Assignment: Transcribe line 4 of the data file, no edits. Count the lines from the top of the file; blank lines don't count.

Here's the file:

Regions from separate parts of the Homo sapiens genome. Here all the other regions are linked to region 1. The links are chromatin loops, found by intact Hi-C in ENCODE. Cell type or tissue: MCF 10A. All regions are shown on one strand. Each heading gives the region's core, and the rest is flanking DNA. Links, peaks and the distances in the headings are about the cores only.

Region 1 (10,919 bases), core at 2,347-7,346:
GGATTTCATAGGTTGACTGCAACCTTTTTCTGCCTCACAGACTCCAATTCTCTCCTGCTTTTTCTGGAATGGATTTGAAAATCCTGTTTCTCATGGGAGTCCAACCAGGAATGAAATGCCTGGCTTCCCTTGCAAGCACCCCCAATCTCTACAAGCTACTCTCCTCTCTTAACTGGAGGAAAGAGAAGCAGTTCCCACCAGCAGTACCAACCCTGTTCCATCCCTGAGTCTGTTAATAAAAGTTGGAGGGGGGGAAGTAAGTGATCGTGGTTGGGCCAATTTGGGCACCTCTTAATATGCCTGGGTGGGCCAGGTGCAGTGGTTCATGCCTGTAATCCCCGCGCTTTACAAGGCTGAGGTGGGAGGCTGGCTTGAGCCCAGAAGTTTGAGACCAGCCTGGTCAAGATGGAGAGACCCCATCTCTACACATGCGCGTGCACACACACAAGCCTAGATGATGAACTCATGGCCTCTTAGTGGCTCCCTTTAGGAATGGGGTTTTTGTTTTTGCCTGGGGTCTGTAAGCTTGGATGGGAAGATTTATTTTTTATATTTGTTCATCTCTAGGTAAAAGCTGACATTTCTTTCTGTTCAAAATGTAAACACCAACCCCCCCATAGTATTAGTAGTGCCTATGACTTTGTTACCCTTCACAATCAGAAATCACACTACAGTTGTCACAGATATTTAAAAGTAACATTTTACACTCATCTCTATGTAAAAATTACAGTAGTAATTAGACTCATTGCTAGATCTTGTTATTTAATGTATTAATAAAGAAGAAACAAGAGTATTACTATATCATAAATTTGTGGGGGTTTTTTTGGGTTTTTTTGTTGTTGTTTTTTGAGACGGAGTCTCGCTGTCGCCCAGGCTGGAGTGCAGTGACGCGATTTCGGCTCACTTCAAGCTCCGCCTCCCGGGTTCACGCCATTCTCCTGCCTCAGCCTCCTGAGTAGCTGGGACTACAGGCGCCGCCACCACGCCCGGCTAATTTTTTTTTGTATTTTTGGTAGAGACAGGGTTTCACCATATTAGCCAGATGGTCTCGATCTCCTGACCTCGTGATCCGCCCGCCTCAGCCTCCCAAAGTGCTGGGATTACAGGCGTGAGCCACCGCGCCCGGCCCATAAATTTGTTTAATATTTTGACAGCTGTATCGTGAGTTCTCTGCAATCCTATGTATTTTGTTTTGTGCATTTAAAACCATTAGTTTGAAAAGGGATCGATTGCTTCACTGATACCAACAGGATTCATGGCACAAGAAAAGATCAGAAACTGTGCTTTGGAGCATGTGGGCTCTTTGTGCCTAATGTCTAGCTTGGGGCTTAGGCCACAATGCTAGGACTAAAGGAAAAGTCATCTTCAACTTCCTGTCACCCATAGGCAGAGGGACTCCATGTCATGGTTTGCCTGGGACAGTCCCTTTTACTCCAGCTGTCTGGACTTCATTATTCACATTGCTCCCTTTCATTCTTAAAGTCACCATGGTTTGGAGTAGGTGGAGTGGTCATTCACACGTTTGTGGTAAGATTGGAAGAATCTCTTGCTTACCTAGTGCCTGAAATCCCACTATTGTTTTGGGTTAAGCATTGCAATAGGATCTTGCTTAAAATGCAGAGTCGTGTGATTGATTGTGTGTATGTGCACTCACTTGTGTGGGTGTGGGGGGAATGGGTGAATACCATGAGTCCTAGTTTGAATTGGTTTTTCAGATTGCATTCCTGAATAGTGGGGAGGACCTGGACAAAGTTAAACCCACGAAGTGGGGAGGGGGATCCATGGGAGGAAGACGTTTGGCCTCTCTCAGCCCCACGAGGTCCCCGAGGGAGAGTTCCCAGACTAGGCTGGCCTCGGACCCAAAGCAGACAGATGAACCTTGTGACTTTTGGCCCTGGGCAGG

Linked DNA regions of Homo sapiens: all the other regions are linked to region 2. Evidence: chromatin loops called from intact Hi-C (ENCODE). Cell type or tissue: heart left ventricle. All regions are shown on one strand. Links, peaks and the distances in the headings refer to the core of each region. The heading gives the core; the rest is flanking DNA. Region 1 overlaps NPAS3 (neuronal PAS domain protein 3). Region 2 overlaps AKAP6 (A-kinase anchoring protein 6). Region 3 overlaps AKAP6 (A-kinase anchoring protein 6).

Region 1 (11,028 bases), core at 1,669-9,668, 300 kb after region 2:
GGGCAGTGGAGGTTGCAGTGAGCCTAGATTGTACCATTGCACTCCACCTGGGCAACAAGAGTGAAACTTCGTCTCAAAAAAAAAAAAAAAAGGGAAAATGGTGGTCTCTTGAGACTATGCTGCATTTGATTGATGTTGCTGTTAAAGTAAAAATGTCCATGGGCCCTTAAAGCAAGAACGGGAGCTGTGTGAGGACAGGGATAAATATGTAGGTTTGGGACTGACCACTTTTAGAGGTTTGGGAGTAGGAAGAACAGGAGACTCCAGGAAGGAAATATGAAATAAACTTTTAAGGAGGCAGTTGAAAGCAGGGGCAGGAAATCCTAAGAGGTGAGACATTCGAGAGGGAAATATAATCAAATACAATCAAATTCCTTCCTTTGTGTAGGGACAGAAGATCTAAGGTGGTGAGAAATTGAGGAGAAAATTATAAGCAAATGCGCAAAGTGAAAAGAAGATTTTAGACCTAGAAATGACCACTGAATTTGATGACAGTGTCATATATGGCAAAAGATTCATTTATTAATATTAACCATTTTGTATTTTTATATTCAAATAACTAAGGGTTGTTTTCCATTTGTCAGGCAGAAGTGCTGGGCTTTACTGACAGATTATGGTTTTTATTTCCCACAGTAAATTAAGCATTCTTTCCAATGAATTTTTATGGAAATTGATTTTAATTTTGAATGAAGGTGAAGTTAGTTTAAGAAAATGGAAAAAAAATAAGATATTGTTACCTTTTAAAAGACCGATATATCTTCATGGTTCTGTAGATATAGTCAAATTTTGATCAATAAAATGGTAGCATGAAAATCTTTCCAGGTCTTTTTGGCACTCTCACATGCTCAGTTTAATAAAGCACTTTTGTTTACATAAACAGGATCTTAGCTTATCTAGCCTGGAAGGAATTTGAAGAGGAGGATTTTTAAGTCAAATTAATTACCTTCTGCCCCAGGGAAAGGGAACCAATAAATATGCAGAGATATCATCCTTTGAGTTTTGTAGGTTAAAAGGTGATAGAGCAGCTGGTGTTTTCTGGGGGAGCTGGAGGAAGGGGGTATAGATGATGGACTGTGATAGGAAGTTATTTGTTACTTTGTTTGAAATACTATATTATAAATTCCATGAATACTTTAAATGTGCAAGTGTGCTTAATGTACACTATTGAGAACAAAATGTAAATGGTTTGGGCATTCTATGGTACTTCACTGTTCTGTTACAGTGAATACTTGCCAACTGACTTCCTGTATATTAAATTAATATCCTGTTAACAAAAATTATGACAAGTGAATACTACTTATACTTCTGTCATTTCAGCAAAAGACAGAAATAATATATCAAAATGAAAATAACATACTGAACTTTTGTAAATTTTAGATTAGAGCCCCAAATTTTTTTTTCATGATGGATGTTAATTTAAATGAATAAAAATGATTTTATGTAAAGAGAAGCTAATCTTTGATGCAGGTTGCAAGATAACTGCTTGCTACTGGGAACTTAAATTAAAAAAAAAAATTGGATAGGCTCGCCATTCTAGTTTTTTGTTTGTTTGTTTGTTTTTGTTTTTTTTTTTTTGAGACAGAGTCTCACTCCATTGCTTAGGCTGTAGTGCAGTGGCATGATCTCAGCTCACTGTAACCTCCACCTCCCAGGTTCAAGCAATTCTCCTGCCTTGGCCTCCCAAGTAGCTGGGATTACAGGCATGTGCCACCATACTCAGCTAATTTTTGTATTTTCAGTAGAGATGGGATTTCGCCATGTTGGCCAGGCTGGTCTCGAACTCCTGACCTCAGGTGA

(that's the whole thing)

Linked DNA regions of Homo sapiens: all the other regions are linked to region 2. Evidence: chromatin loops called from intact Hi-C (ENCODE). Cell type or tissue: heart left ventricle. All regions are shown on one strand. Links, peaks and the distances in the headings refer to the core of each region. The heading gives the core; the rest is flanking DNA. Region 1 overlaps NPAS3 (neuronal PAS domain protein 3). Region 2 overlaps AKAP6 (A-kinase anchoring protein 6). Region 3 overlaps AKAP6 (A-kinase anchoring protein 6).